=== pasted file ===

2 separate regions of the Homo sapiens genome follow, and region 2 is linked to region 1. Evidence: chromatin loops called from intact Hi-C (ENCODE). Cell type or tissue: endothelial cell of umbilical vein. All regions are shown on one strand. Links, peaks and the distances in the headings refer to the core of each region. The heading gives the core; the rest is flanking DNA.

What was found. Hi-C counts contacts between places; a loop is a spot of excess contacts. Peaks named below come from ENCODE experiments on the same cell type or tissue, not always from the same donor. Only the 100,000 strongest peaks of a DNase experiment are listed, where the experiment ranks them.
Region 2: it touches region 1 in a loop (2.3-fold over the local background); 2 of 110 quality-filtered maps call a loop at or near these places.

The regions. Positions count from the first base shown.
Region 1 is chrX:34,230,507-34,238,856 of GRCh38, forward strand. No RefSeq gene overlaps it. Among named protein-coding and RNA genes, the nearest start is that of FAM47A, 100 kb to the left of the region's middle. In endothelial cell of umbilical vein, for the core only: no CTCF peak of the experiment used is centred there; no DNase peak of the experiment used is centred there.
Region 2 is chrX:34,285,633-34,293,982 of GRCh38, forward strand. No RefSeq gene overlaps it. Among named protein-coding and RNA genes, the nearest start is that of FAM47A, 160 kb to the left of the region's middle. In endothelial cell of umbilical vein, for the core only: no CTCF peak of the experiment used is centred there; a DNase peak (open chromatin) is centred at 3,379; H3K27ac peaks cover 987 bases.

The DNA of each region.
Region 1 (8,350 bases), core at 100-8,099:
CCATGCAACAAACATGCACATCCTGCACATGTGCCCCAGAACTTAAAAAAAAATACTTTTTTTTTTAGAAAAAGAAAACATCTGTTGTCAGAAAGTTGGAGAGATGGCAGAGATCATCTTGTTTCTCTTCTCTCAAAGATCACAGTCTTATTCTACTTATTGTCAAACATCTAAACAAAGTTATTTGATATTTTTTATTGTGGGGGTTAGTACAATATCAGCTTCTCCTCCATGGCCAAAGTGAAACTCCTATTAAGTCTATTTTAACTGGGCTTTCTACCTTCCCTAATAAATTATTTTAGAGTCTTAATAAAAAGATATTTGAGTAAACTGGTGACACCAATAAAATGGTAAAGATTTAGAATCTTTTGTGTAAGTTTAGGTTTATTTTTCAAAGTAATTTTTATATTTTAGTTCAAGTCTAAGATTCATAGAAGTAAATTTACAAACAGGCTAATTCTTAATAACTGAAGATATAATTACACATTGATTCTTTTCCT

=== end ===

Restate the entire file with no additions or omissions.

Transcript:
2 separate regions of the Homo sapiens genome follow, and region 2 is linked to region 1. Evidence: chromatin loops called from intact Hi-C (ENCODE). Cell type or tissue: endothelial cell of umbilical vein. All regions are shown on one strand. Links, peaks and the distances in the headings refer to the core of each region. The heading gives the core; the rest is flanking DNA.

What was found. Hi-C counts contacts between places; a loop is a spot of excess contacts. Peaks named below come from ENCODE experiments on the same cell type or tissue, not always from the same donor. Only the 100,000 strongest peaks of a DNase experiment are listed, where the experiment ranks them.
Region 2: it touches region 1 in a loop (2.3-fold over the local background); 2 of 110 quality-filtered maps call a loop at or near these places.

The regions. Positions count from the first base shown.
Region 1 is chrX:34,230,507-34,238,856 of GRCh38, forward strand. No RefSeq gene overlaps it. Among named protein-coding and RNA genes, the nearest start is that of FAM47A, 100 kb to the left of the region's middle. In endothelial cell of umbilical vein, for the core only: no CTCF peak of the experiment used is centred there; no DNase peak of the experiment used is centred there.
Region 2 is chrX:34,285,633-34,293,982 of GRCh38, forward strand. No RefSeq gene overlaps it. Among named protein-coding and RNA genes, the nearest start is that of FAM47A, 160 kb to the left of the region's middle. In endothelial cell of umbilical vein, for the core only: no CTCF peak of the experiment used is centred there; a DNase peak (open chromatin) is centred at 3,379; H3K27ac peaks cover 987 bases.

The DNA of each region.
Region 1 (8,350 bases), core at 100-8,099:
CCATGCAACAAACATGCACATCCTGCACATGTGCCCCAGAACTTAAAAAAAAATACTTTTTTTTTTAGAAAAAGAAAACATCTGTTGTCAGAAAGTTGGAGAGATGGCAGAGATCATCTTGTTTCTCTTCTCTCAAAGATCACAGTCTTATTCTACTTATTGTCAAACATCTAAACAAAGTTATTTGATATTTTTTATTGTGGGGGTTAGTACAATATCAGCTTCTCCTCCATGGCCAAAGTGAAACTCCTATTAAGTCTATTTTAACTGGGCTTTCTACCTTCCCTAATAAATTATTTTAGAGTCTTAATAAAAAGATATTTGAGTAAACTGGTGACACCAATAAAATGGTAAAGATTTAGAATCTTTTGTGTAAGTTTAGGTTTATTTTTCAAAGTAATTTTTATATTTTAGTTCAAGTCTAAGATTCATAGAAGTAAATTTACAAACAGGCTAATTCTTAATAACTGAAGATATAATTACACATTGATTCTTTTCCT